While many people recognize the name of Elizabeth Cady Stanton as one of the early activists in the Women’s Rights Movement, Jane Hunt’s legacy is often overshadowed by the more prominent founding members. The original group of five women who launched the movement included Jane Hunt, Mary Ann M’Clintock, Lucretia Mott, Elizabeth Cady Stanton and Martha Wright.
In July of 1848 Jane Hunt, living in Waterloo, New York, hosted a parlor tea for four of her like-minded friends. The purpose of the tea was not merely to discuss the inequities of the laws regarding women, but to devise a plausible plan of action on how to get those laws changed. The five women had a lot in common. They were all married, had children, and were firmly opposed to slavery. Four of them were Quakers.
United in purpose, they became a ‘Formidable Five’.
A misconception about the group lingers, that a woman’s right to vote was their solitary goal. In actuality, voting rights was one of the pinnacles of the Woman’s Rights Movement, but the overarching goal was for women to become legally equal to men in all aspects of the law.
To understand the political and social climate of the 1840s one must remember that slavery was still legal in many parts of the country and women of all races were relegated to second class status. At that time, most women could not vote, hold office, attend college, make contracts, sue for divorce, get custody of their own children, own property, or work in any profession other than as a teacher, seamstress, factory worker or a domestic. In several states husbands were still allowed to beat their wives with a stick, as long as it was no thicker than the man’s thumb.
For female slaves, there were no rights at all.
When the Formidable Five met in Waterloo on July 9, 1848 at Jane Hunt’s house, they decided to host a convention in nearby Seneca Falls where they would present their ideals about women’s rights to the public at large. They recognized the need for their sentiments to be put in writing and labored for several days composing a document based upon the same principles as the Declaration of Independence.
They called this document The Declaration of Sentiments and it began: “We hold these truths to be self evident: that all men and women are created equal; that they are endowed by their Creator with certain unalienable rights …” In the document they demanded equality in property rights, education, employment, religion, marriage and family, and the right to vote. Those very thoughts were a radical notion to many Americans and the Formidable Five must have prepared themselves for serious opposition.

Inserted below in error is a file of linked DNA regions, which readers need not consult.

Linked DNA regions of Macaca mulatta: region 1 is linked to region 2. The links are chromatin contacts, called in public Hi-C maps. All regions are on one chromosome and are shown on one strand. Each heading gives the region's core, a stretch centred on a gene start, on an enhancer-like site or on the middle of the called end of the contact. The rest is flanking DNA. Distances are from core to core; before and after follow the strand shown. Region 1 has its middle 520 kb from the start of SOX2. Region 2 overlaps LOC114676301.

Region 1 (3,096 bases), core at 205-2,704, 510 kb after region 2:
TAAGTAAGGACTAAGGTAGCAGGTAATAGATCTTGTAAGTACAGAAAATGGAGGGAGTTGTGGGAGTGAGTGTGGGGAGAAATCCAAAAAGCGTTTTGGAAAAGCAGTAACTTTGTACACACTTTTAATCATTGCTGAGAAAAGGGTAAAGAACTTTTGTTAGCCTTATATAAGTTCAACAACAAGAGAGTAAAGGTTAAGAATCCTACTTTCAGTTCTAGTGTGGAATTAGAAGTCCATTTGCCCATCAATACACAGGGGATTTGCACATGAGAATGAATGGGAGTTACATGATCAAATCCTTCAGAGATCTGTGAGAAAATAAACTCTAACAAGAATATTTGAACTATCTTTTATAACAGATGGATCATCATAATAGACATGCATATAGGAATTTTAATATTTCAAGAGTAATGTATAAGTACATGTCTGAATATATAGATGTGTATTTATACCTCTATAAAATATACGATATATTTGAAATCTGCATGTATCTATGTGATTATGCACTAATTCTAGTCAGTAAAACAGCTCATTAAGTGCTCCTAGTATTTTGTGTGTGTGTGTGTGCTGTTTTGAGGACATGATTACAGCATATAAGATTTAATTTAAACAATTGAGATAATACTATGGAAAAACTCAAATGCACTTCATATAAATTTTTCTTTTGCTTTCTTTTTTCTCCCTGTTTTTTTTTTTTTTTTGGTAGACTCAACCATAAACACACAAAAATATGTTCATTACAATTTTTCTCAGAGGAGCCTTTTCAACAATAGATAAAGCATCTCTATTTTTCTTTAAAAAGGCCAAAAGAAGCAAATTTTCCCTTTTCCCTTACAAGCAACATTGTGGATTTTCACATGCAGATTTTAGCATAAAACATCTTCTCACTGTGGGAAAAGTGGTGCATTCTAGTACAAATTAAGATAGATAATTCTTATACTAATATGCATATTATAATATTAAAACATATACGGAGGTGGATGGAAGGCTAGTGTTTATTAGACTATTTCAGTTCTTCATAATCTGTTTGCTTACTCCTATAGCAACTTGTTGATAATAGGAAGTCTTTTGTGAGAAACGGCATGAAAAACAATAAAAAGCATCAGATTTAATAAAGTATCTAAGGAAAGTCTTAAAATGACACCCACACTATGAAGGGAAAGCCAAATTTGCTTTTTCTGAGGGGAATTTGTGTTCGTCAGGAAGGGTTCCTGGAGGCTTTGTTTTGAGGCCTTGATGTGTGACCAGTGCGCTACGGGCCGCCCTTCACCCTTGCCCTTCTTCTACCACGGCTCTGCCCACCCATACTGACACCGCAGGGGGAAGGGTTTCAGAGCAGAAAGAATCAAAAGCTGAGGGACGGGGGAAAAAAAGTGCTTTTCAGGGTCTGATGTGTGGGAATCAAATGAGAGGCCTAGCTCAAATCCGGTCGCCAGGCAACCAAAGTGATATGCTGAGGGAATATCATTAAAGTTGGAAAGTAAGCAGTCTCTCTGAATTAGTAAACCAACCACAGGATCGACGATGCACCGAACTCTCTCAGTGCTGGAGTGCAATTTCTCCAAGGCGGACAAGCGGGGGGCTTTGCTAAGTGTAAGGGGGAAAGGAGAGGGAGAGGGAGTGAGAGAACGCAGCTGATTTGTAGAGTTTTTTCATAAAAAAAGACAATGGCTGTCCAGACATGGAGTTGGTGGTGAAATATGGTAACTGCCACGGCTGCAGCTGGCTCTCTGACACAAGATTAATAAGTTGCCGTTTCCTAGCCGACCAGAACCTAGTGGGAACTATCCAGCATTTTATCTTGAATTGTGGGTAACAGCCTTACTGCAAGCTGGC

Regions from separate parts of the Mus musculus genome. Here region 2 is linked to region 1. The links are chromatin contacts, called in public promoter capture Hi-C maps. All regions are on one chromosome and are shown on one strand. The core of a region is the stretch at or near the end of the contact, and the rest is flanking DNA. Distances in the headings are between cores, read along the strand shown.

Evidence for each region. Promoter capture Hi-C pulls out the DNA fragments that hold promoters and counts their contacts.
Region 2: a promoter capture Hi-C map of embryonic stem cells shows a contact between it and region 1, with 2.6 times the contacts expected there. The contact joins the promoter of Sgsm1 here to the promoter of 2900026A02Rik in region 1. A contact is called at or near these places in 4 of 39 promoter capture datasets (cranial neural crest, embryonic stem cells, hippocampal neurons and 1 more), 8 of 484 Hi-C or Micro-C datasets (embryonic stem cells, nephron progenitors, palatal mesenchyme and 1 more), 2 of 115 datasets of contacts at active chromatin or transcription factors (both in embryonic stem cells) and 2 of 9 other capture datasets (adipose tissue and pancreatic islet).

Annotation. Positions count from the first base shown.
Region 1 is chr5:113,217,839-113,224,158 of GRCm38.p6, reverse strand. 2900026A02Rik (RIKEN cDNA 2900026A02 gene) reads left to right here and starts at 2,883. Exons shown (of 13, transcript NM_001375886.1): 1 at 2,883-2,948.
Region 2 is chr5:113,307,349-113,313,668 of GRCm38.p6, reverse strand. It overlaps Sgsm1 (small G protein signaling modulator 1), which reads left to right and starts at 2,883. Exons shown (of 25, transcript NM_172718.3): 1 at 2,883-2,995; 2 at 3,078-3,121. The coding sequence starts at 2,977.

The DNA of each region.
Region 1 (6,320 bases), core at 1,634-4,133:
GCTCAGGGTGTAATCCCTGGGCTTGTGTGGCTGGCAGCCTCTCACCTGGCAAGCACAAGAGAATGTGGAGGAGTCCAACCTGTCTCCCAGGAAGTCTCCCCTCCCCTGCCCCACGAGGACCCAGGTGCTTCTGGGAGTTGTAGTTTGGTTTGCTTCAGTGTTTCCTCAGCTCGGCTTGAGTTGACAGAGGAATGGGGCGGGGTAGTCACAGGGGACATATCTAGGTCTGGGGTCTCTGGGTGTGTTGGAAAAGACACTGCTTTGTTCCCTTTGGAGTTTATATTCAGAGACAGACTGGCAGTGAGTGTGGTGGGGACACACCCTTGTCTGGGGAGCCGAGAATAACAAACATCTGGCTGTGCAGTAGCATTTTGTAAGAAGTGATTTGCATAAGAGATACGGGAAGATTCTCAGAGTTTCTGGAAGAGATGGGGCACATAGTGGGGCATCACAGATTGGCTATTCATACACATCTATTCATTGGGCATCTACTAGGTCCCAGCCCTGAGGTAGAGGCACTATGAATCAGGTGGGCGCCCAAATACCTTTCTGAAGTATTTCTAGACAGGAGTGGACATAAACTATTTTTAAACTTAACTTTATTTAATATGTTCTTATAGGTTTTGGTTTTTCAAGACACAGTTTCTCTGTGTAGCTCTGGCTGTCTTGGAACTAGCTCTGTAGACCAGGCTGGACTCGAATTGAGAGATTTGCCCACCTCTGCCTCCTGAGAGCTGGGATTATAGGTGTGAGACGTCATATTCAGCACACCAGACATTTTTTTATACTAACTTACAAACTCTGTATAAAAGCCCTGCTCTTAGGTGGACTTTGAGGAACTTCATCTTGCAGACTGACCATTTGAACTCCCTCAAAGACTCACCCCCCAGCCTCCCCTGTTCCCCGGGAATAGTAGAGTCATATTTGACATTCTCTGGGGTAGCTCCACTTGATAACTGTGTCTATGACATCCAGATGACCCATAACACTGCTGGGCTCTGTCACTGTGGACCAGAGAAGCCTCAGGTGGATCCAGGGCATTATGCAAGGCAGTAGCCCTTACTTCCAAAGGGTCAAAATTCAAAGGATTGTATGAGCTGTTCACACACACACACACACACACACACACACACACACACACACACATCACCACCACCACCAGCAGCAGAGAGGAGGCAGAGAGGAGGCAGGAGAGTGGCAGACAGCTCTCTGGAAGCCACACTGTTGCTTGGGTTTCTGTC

They ran an advertisement in the Seneca County Courier about the planned convention to be held July 19 – 20 in the Wesleyan Chapel in Seneca Falls, New York, and worried that perhaps only a few women might attend.
However, on the morning of July 19, 1848, wagon loads of women descended upon Seneca Falls and approximately 300 women and a handful of men crowded into the Wesleyan Chapel to hear the Declaration of Sentiments read aloud. After lengthy discussions on the first day of the convention some minor amendments were attached. On the following day all attendees were invited to come forward and sign the document. One hundred signatures were attached, including noted abolitionist Frederick Douglas who was in attendance.
It was only the beginning. After the success of the Women’s Rights Convention, as it is now known, the Formidable Five continued to champion for women’s rights. Elizabeth Cady Stanton became the most notable spokesperson for the national movement. Lucretia Mott went on to help establish the women’s college of Swarthmore in Pennsylvania. Martha Wright became friends with Harriet Tubman and the Wright house in Auburn New York evolved into a safe haven for escaped slaves. Mary Ann M’Clintock eventually moved back to Philadelphia with her husband where they worked diligently with the American Anti-Slavery Society.
What about Jane Hunt? She spent the rest of her life quietly involved with the Underground Railroad and turned the carriage house on her property into a safe station for runaway slaves.
It should be noted that all of the Formidable Five were married to husbands sympathetic to the ideals of equality. While their wives were ridiculed in the newspapers in many parts of America, the men still offered their moral and financial support to help further the cause.
Not one of the Formidable Five would live to see women get the right to vote. That landmark legislation did not fully occur until August 26, 1920 when the 19th Amendment to the United States Constitution was put into law. But Jane Hunt and her four friends each had helped to sow the seeds.
At one point Elizabeth Cady Stanton wrote: “I would have girls regard themselves not as adjectives but as nouns.”
I would like to amend that: “I would have girls regard themselves not as adjectives, but as verbs.”
Jane Hunt and her friends were surely strong women of action.
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